This is a spoiler-free review and all opinions are my own.
✨ The Girl The Sea Gave Back came out September 3rd! ✨
Hello everyone, and welcome to the fifth day of this wonderful blog tour! Don’t forget to check out the other stops too 🙂 ❤
Title: The Girl The Sea Gave Back
Author: Adrienne Young
Publisher: Titan Books
Publication Date: 3 September 2019
Length: 320 pages
For as long as she can remember, Tova has lived among the Svell, the people who found her washed ashore as a child and use her for her gift as a Truthtongue. Her own home and clan are long-faded memories, but the sacred symbols and staves inked over every inch of her skin mark her as one who can cast the rune stones and see into the future. She has found a fragile place among those who fear her, but when two clans to the east bury their age-old blood feud and join together as one, her world is dangerously close to collapse.
For the first time in generations, the leaders of the Svell are divided. Should they maintain peace or go to war with the allied clans to protect their newfound power? And when their chieftain looks to Tova to cast the stones, she sets into motion a series of events that will not only change the landscape of the mainland forever but will give her something she believed she could never have again―a home.
This is a sequel to Sky in the Deep, set 10 years in the future.
This book was definitely darker than Sky in the Deep. Whereas the prequel (to me) reflected a more hopeful outlook and focused on the rebirth/regenerating of its characters, family roots, and a deep-set tradition, leaving you with a warm, fuzzy feeling inside, this one just felt like it was enveloped in a fog of despair with nowhere to go.
Which is not a bad thing. The gloomy, grey atmosphere made it feel like a true Viking tale, with the author really pushing her characters into violent and inhuman situations. It dug deep into the most gruesome of Nordic customs and was unapologetically morbid. I loved the casting of stones!
It made me bright-eyed to see so many familiar faces from the previous books, some of which I had completely fallen in love with and was missing terribly. I was only sad to see so little of them!
The one thing I was most surprised about was how I ended up so emotionally invested in some of the side characters. Each plays a key role in the story, but we aren’t really told that much about them. So how did they manage to invoke all kinds of emotion within me, especially towards the end? Who knows, but I’m not complaining!
I felt I couldn’t get into the story no matter how hard I tried; not like I did when I first started Sky in the Deep (I also apologise beforehand for comparing the two so much, but it’s inevitable).
I think two of the problems were the world-building and plot. We’re introduced to the former back in the first book, and the author did expand it further, which was great. However, it just felt like the exact same story. Different characters, different clans, different setting, but the conflict was all too similar to go unnoticed.
The other problem might have to do with the dual POV. In Sky in the Deep, we only had access to Eelyn’s POV and that seemed to both raise the stakes and the mystery factor. If we go in knowing exactly what is going on on the other side, then it just doesn’t feel as exciting. Another issue I had with this was the fact that once Tova’s chapters ended and Halvard’s began (or vice-versa), they sometimes intersected one another so we were faced with the same exact scene from a different perspective. It just got a bit repetitive and unnecessary, which in turn made it feel sluggish.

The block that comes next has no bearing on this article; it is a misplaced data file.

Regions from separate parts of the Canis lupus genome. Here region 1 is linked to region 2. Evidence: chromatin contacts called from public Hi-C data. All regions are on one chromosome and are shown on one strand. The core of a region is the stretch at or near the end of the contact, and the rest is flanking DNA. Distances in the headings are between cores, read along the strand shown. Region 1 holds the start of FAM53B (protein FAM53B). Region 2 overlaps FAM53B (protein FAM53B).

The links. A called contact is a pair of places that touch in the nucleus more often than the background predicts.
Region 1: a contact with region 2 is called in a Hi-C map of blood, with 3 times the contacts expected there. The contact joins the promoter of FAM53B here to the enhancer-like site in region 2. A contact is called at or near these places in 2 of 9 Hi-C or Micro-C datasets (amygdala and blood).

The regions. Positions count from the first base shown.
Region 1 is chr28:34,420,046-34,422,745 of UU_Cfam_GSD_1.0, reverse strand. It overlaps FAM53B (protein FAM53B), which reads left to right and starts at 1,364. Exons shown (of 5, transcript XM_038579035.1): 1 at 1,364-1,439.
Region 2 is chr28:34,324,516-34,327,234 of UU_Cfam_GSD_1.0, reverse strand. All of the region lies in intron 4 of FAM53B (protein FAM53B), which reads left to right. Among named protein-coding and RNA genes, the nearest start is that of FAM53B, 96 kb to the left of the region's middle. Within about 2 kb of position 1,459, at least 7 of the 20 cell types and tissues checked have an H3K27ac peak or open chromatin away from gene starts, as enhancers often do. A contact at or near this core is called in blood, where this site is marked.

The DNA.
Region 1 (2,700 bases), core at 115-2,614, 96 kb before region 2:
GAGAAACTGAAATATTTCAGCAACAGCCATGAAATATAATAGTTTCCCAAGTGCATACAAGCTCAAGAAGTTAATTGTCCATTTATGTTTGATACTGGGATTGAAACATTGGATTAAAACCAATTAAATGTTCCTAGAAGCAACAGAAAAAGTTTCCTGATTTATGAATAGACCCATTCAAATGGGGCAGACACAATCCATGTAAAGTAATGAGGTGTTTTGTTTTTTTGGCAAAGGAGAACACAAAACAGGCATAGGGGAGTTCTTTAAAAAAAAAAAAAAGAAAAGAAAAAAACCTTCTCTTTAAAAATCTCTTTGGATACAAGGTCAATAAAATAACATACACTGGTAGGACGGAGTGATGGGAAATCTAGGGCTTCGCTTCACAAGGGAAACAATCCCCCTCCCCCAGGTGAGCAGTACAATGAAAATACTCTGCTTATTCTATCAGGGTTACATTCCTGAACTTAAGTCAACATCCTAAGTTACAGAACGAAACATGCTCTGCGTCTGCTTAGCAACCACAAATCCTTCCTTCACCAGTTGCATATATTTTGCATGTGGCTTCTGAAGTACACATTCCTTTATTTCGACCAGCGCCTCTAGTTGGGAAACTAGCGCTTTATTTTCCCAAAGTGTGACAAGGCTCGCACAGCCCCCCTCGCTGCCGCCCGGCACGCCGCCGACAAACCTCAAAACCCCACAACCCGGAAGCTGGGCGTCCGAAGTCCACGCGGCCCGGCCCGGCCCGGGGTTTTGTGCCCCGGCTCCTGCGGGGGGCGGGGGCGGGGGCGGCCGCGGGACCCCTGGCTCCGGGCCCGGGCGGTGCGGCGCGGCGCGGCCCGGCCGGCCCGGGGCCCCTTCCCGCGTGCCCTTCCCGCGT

I was able to connect with Tova a lot more than with Halvard, and I just didn’t find his chapters all that engaging. His personality just didn’t feel as fleshed out and she seemed to go through a lot more character growth than he did. After finishing the book, I still feel as though I didn’t really know him at all and he left no real mark in me.
This is such a shame because I know he’s Young’s favourite character from the previous book and she really wanted to tell his story. But I also know how much she struggled with The Girl The Sea Gave Back – she was not in a great place when she was working on it, and actually forced herself to rewrite the entire thing before turning it in to her publisher.
This is something that I felt while reading it; the despondent, overcast feel it gives off is no coincidence. It came from the very depths of her being. So while it has that disconnection to it, I also can’t help but appreciate how raw it is and how much of Young is infused on the pages at the time of her writing it.
It pains me to write this review as I was completely enamoured with Sky in the Deep and will rave about it until the day I die – unfortunately, The Girl The Sea Gave Back did not give me that same experience, or even close to it.
The dual POV didn’t exactly help, and while I did feel connected to Tova in many ways, Halvard just didn’t speak to me all that much. The story felt a bit repetitive and the conflict too similar to the prequel to excite or interest me.
While I enjoyed the introduction of the new clans and their stories, the extremely desolate Viking aura, and the surprisingly interesting side characters, the actual plot wasn’t able to distinguish itself from the one of the previous book and that gave The Girl The Sea Gave Back a somewhat predictable and dull quality.
Overall, I’m disappointed in this book. But I know what Young is capable of, as she blew me away with her debut, so I’m not at all disappointed in her. I’m so proud she managed to finish a book that was so hard to write and I’m super excited about her new project, Fable! Simply cannot wait.